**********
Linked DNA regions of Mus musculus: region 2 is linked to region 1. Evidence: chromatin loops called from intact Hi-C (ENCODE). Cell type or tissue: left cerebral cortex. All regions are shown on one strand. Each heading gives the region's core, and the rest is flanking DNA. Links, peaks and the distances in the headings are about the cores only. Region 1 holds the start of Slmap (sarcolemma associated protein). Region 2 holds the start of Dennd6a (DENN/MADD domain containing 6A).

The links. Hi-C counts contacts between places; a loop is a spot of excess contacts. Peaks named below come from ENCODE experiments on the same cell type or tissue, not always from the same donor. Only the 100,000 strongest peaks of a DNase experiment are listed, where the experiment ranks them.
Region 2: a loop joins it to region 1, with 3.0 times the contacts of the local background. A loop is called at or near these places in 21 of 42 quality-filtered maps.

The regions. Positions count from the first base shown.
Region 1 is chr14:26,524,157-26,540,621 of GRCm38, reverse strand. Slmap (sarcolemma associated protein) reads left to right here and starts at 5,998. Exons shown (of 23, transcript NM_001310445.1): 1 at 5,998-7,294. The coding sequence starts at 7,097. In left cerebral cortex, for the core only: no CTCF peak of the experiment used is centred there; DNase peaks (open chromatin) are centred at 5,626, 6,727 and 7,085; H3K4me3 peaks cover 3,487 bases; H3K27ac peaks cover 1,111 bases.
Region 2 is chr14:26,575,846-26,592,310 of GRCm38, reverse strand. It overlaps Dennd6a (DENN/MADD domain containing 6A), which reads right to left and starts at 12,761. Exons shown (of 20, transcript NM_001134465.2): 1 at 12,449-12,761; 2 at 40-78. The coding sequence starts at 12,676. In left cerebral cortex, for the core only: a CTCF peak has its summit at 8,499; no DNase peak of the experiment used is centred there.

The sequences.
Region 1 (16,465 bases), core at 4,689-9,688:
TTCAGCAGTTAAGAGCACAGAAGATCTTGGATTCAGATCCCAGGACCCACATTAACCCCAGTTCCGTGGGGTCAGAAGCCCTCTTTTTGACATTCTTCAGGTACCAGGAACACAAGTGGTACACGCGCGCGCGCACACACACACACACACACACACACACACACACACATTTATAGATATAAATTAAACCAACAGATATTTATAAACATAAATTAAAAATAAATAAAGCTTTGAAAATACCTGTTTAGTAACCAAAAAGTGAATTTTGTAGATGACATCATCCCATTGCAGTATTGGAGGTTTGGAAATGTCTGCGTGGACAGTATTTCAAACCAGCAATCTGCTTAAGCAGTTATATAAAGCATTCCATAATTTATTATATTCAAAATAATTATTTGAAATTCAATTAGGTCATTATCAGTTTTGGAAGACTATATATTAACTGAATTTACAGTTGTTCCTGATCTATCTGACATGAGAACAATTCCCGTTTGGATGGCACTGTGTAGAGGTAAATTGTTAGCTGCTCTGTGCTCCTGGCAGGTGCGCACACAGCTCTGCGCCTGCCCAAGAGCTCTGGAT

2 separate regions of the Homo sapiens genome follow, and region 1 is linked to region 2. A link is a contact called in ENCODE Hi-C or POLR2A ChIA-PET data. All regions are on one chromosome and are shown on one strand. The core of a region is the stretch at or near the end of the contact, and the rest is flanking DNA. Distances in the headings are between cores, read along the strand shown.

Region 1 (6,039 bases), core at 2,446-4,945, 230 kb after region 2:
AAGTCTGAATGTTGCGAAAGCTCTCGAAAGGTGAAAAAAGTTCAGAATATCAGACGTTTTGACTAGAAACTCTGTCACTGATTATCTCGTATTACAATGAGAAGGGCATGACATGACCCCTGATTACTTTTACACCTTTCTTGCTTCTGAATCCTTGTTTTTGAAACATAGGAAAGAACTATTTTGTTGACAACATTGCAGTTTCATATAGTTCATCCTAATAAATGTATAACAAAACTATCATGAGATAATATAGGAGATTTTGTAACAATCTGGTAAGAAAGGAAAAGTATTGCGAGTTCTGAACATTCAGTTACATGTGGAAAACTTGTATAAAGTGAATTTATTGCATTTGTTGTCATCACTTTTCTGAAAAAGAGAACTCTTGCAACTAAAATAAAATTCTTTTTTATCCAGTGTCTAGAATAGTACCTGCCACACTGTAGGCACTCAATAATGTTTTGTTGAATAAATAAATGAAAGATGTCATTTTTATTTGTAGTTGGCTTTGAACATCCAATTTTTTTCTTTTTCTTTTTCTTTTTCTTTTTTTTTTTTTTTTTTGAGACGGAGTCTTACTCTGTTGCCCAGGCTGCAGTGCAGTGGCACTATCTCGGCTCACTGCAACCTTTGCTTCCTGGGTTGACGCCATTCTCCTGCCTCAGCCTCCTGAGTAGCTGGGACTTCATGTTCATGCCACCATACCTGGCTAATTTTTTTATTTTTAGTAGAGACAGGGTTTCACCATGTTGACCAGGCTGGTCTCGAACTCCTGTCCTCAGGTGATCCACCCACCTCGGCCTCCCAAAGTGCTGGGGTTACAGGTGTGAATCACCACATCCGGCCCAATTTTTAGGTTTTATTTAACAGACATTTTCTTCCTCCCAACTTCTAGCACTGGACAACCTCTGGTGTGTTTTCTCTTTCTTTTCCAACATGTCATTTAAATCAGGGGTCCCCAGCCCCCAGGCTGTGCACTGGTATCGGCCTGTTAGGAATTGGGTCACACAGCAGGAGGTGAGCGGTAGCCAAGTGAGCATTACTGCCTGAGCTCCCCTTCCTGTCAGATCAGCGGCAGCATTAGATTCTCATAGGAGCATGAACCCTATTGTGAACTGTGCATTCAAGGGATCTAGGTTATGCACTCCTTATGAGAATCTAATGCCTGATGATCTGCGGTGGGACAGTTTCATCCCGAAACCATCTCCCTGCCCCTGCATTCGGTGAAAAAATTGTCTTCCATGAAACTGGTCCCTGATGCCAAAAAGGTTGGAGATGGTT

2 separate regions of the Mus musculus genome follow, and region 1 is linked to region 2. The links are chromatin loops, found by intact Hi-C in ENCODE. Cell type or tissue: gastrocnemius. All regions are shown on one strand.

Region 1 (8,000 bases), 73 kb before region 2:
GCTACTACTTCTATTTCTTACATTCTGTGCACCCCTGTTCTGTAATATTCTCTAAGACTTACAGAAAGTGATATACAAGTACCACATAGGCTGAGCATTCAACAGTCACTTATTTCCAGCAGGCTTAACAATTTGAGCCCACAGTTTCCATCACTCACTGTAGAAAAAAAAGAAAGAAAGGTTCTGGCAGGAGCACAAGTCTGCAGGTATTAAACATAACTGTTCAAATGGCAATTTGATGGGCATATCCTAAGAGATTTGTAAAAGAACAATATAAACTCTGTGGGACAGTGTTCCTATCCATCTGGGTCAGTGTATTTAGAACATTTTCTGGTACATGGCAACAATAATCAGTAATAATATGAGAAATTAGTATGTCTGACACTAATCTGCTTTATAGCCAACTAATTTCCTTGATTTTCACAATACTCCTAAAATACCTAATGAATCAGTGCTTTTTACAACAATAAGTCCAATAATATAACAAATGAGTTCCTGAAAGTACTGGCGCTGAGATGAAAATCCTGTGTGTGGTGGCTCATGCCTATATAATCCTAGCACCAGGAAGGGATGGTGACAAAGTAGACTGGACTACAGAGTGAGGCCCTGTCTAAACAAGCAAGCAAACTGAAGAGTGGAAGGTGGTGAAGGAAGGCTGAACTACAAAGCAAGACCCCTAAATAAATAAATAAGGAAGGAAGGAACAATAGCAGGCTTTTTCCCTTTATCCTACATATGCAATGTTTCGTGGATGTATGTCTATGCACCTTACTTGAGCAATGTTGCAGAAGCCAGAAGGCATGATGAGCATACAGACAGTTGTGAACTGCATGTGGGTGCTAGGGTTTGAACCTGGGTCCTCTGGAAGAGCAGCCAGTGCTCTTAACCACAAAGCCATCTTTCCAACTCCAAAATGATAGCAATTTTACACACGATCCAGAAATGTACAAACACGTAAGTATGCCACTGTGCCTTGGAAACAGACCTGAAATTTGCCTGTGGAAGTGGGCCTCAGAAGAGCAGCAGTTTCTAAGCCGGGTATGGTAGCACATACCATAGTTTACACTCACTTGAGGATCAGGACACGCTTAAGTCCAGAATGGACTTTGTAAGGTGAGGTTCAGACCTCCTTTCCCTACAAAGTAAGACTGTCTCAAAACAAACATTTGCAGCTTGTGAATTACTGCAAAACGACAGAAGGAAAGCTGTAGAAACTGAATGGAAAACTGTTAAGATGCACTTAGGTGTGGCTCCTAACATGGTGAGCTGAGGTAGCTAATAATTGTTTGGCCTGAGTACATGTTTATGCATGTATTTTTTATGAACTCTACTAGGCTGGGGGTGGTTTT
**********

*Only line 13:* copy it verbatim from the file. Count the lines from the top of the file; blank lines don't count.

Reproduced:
2 separate regions of the Mus musculus genome follow, and region 1 is linked to region 2. The links are chromatin loops, found by intact Hi-C in ENCODE. Cell type or tissue: gastrocnemius. All regions are shown on one strand.